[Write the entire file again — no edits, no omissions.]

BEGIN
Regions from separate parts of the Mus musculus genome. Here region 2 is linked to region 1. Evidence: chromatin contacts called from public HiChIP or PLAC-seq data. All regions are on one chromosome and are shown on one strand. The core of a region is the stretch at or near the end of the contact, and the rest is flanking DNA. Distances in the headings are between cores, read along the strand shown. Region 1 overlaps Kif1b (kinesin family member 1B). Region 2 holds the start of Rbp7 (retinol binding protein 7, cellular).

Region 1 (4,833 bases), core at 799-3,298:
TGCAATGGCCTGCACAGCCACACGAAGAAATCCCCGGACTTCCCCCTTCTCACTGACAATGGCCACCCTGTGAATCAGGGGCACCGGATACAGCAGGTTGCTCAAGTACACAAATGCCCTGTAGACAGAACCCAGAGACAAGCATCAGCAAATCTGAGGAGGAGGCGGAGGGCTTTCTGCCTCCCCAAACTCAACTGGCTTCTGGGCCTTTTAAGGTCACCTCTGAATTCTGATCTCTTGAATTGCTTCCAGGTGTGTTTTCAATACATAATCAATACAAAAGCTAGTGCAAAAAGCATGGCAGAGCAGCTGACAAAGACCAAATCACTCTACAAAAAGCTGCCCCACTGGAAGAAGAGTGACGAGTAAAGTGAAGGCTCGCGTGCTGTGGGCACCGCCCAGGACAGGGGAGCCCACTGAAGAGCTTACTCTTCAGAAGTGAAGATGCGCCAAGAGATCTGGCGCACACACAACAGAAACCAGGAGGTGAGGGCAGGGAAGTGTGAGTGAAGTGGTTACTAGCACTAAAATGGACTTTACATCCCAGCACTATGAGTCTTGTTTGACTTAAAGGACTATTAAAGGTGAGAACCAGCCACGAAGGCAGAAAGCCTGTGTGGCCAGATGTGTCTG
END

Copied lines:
Regions from separate parts of the Mus musculus genome. Here region 2 is linked to region 1. Evidence: chromatin contacts called from public HiChIP or PLAC-seq data. All regions are on one chromosome and are shown on one strand. The core of a region is the stretch at or near the end of the contact, and the rest is flanking DNA. Distances in the headings are between cores, read along the strand shown. Region 1 overlaps Kif1b (kinesin family member 1B). Region 2 holds the start of Rbp7 (retinol binding protein 7, cellular).

Region 1 (4,833 bases), core at 799-3,298:
TGCAATGGCCTGCACAGCCACACGAAGAAATCCCCGGACTTCCCCCTTCTCACTGACAATGGCCACCCTGTGAATCAGGGGCACCGGATACAGCAGGTTGCTCAAGTACACAAATGCCCTGTAGACAGAACCCAGAGACAAGCATCAGCAAATCTGAGGAGGAGGCGGAGGGCTTTCTGCCTCCCCAAACTCAACTGGCTTCTGGGCCTTTTAAGGTCACCTCTGAATTCTGATCTCTTGAATTGCTTCCAGGTGTGTTTTCAATACATAATCAATACAAAAGCTAGTGCAAAAAGCATGGCAGAGCAGCTGACAAAGACCAAATCACTCTACAAAAAGCTGCCCCACTGGAAGAAGAGTGACGAGTAAAGTGAAGGCTCGCGTGCTGTGGGCACCGCCCAGGACAGGGGAGCCCACTGAAGAGCTTACTCTTCAGAAGTGAAGATGCGCCAAGAGATCTGGCGCACACACAACAGAAACCAGGAGGTGAGGGCAGGGAAGTGTGAGTGAAGTGGTTACTAGCACTAAAATGGACTTTACATCCCAGCACTATGAGTCTTGTTTGACTTAAAGGACTATTAAAGGTGAGAACCAGCCACGAAGGCAGAAAGCCTGTGTGGCCAGATGTGTCTG